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Office of Public Affairs

Gwendolyn Osborne
565 W. Adams St., Room 665
Chicago, IL 60661
gosborne@kentlaw.iit.edu
P: (312) 906-5251
F: (312) 906-5363

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Weekly Media Advisory

CHICAGO—January 23, 2012—IIT Chicago-Kent College of Law has experts available to discuss current issues. To reach experts on IIT's Downtown Campus, please call Gwen Osborne, director of public affairs, (312) 906-5251. Press releases and earlier advisories are available on our website: www.kentlaw.iit.edu/news. For assistance with breaking news stories, please follow us on Twitter @ChicagoKentLaw.

President Barack Obama will deliver his State of the Union address before a joint session of Congress on Tuesday evening. Indiana Governor Mitch Daniels will deliver the Republican response. Former Republican presidential candidate Herman Cain is expected to deliver the Tea Party response. Presidents traditionally have used the State of the Union address to lay out their legislative agenda before Congress. IIT Chicago-Kent Dean Harold J. Krent is the author of Presidential Powers (NYU Press 2005), a comprehensive examination of the president's role as defined by the U.S. Constitution and judicial and historical precedents. Dean Krent can comment on the speech, separation of powers, President Obama's recent recess appointments, and the controversies surrounding the attendance of U.S. Supreme Court justices at the State of the Union address. 

In February, HBO will air the "The Loving Story," a documentary about Richard and Mildred Loving, who successfully challenged Virginia's anti-miscegenation law that prohibited marriages between persons of different races. According to the network, "The Loving Story" will "examine the drama, the history, and the current state of interracial marriage and tolerance in the United States" through the lives of the Loving family. The film will be shown on Valentine's Day in conjunction with Black History Month. However, this year also marks the 45th anniversary of the U.S. Supreme Court's landmark decision in Loving v. Virginia. When Loving was heard in 1967, 16 states prohibited interracial marriages. Later that year, the justices unanimously ruled that "the freedom to marry, or not marry, a person of another race resides with the individual and cannot be infringed by the State." (Despite the court's ruling, Alabama did not officially repeal its law until 2000.) Constitutional scholar and Distinguished Professor Sheldon H. Nahmod is available for interviews about Loving v. Virginia. Professor Carolyn Shapiro, director of IIT Chicago-Kent's Institute on the Supreme Court of the United States, is also available for interviews about the case. Professors Nahmod and Shapiro will comment on the legal issues, but will not discuss the documentary.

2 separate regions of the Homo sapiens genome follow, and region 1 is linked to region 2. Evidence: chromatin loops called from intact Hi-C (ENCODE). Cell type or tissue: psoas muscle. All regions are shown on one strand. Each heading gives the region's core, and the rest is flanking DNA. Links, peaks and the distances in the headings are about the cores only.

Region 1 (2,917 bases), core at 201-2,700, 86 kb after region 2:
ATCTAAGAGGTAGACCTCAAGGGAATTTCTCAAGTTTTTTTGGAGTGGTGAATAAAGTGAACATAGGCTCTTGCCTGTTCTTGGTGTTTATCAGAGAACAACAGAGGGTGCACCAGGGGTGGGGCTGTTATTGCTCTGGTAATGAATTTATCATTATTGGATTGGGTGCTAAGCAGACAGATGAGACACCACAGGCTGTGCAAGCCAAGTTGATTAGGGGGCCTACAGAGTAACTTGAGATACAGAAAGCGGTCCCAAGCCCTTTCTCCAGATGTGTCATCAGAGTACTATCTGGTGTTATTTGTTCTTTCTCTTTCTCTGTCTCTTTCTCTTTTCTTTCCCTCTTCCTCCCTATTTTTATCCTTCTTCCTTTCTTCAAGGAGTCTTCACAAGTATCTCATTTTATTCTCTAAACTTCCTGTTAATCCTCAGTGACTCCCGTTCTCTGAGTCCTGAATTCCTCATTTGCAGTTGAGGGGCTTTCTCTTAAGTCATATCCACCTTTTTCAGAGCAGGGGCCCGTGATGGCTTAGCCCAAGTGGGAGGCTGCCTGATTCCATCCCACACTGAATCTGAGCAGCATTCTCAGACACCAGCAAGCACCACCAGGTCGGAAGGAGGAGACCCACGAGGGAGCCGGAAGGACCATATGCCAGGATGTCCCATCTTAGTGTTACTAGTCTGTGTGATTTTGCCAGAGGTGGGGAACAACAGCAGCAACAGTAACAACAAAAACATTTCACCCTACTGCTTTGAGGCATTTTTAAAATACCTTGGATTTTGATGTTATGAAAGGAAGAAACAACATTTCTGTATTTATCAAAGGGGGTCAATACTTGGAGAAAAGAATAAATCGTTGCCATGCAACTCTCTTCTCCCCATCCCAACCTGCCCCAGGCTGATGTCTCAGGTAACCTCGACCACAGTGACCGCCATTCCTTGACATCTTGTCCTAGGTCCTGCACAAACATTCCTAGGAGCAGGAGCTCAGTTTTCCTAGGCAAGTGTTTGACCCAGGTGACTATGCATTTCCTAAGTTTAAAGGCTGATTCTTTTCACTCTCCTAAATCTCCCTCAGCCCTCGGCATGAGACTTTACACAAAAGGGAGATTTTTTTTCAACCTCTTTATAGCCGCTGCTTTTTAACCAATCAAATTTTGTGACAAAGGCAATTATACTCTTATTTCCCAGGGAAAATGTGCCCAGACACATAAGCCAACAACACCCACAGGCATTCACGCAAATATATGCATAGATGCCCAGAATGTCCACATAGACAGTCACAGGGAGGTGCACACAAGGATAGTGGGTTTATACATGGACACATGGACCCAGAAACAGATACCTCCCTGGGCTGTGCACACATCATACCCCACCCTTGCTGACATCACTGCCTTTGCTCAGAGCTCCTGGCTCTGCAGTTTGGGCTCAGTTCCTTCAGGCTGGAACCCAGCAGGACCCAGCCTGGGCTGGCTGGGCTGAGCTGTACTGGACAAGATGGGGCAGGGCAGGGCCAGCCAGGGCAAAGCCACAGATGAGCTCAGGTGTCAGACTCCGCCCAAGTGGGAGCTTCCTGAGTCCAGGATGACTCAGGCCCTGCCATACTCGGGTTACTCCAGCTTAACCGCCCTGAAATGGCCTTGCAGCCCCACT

Read the facts and listen to oral arguments in Loving v. Virginia via the Oyez Project  (http://www.oyez.org/). The site, which is part of IIT Chicago-Kent's Institute on the Supreme Court of the United States, aims to be a complete and authoritative source for all audio recorded in the Court since the installation of a recording system in October 1955. The Oyez Project archive of digitized arguments enables users to search for key terms relevant to their research. Free Oyez Today apps are available for iPhone, iPad and Android devices.

"Red Tails" is filmmaker George Lucas' new movie about the Tuskegee Airmen, the military's first African-American aviators who served during World War II. (The film's title and group's nickname come from the distinctive markings on their aircraft.) Although African Americans served in the military throughout the country's history, they often served in segregated units. In 1948, President Harry S. Truman abolished segregation in the military through Executive Order 9981. Military law expert and Professor Michael I. Spak is available for interviews about legal issues related to African Americans in the military. Professor Spak served on active duty with the U.S. Army in the Judge Advocate General's Corps from 1963 to 1969 and has remained in the U.S. Army Reserve. As Colonel Spak, he is currently liaison officer of the Judge Advocate General's School in Charlottesville, Virginia. Dean Harold J. Krent is available to discuss presidential power and the issuance of executive orders. Neither Professor Spak nor Dean Krent are available to discuss the movie.